Peroxide breaks down to oxygen and water, right. So it would be safe for my animals. I have two cats and three dogs who drink out of my pond. I am afraid to put anything in it. I have reddish brown water which could be some type of organism or maybe suspended dust from the creek sand I put around the pond.
Do you have the pump running when you use the peroxide?
I know you have to have some sort of airation with things like the algaefix (found out the hard way!)
I have loads of plants and a home made biofilter and have never needed to use any kind of chemical algae killer nor ever had any reason to.
A properly balanced pond won't have algae blooms.....add plants and be safe for your plants, pets and wildlife.
I know plenty of people who have killed all their plants and fish with Algae Fix and other chemical quick fixes.
This is great information. I have had my pond for almost 4 years now and I have never had problems with algae until recently. This spring my pond is quickly being overtaken by stringy algae that is growing on the sides and plants and everything! I have always had fish and plants in the pond. This year, I lost most of my fish over the winter (not sure if it was because it was a really cold winter or because of the algae or what). Now I am trying to get the fish re-established. Anyway, buyorsell888, what is considered a "balanced pond"? I'm pretty sure I had one (by pure luck) before I lost my fish, that's why I didn't have a problem before. But, I wonder if there's some kind of a formula. I have a small 90 gal pond that I'm asking about.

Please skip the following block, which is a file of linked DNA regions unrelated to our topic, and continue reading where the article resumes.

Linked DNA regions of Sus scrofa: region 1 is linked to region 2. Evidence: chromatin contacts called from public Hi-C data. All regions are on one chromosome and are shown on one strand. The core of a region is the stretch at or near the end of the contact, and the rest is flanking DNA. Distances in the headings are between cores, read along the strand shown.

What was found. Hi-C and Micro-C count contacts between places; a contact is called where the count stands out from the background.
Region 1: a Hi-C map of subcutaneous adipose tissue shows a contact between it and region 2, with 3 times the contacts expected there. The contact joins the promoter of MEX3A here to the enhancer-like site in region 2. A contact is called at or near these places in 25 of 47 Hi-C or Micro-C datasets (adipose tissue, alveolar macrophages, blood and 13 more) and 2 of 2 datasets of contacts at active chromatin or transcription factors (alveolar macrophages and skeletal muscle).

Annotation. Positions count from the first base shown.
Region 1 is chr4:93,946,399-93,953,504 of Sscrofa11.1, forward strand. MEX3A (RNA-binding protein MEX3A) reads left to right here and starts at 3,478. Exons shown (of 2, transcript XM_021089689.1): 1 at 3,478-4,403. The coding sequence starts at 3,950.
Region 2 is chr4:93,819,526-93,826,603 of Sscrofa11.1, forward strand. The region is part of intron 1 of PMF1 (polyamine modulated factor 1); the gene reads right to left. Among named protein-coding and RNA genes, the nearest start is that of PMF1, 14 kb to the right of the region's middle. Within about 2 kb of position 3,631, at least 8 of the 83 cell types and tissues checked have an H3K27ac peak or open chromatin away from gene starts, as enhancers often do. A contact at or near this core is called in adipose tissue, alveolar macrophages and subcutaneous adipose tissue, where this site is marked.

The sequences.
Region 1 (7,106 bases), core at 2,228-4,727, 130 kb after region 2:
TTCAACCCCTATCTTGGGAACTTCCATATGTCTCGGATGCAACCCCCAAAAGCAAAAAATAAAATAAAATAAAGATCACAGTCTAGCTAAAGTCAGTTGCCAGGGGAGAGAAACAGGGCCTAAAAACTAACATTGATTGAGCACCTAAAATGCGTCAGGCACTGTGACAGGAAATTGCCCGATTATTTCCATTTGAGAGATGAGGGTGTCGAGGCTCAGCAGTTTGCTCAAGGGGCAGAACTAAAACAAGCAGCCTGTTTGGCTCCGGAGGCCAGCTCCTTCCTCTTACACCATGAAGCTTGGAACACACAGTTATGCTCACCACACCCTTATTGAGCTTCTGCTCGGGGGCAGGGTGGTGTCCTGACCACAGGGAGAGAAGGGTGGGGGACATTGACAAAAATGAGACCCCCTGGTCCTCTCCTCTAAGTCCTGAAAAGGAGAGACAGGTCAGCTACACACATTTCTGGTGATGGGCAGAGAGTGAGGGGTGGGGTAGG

I was at the Dietter's water garden place in Conn. yesterday and asked about my green string algae and peroxide etc. Since I removed all my tropical water flowers before winter they said over winter the sun created "plant life" which is what algae is. And once my new plants start multiplying, the string algae would be starved out. I could add either Peroxide or Bleach to the water now or just wait until the plants do their thing naturally. So I decided to a few capfuls of peroxide for curiosity since they said it won't hurt the plants.
I also remembered that I sometimes put a cap of bleach into a vase of fresh cut flowers to keep the water clean and fresh smelling and the flowers don't get hurt by that. They actually last longer.
If you have fish or other critters do not add chlorine bleach. It can kill them even in small doses. Sandy
If you lost your fish after that many years it was probably the result of something pretty sever. If they didn't freeze, and they hadn't in the past, then I would think either pH crash, ammonia build-up, or infection. I suppose testing water with a good quality test kit will be in your future if you need to know for sure.
I seriously doubt the string algae had any direct bearing on the fate of your fish unless it kept them contained in muck. My string algae is a result of rich water, cool spring weather (but well above freezing), sunlight, and no plant or biological competition.
If you kept any of the water you had maybe you can have it tested. Try a local college or county extension office to see if they can do it or recommend someone / someplace too.
Good Luck to you in your next go'round!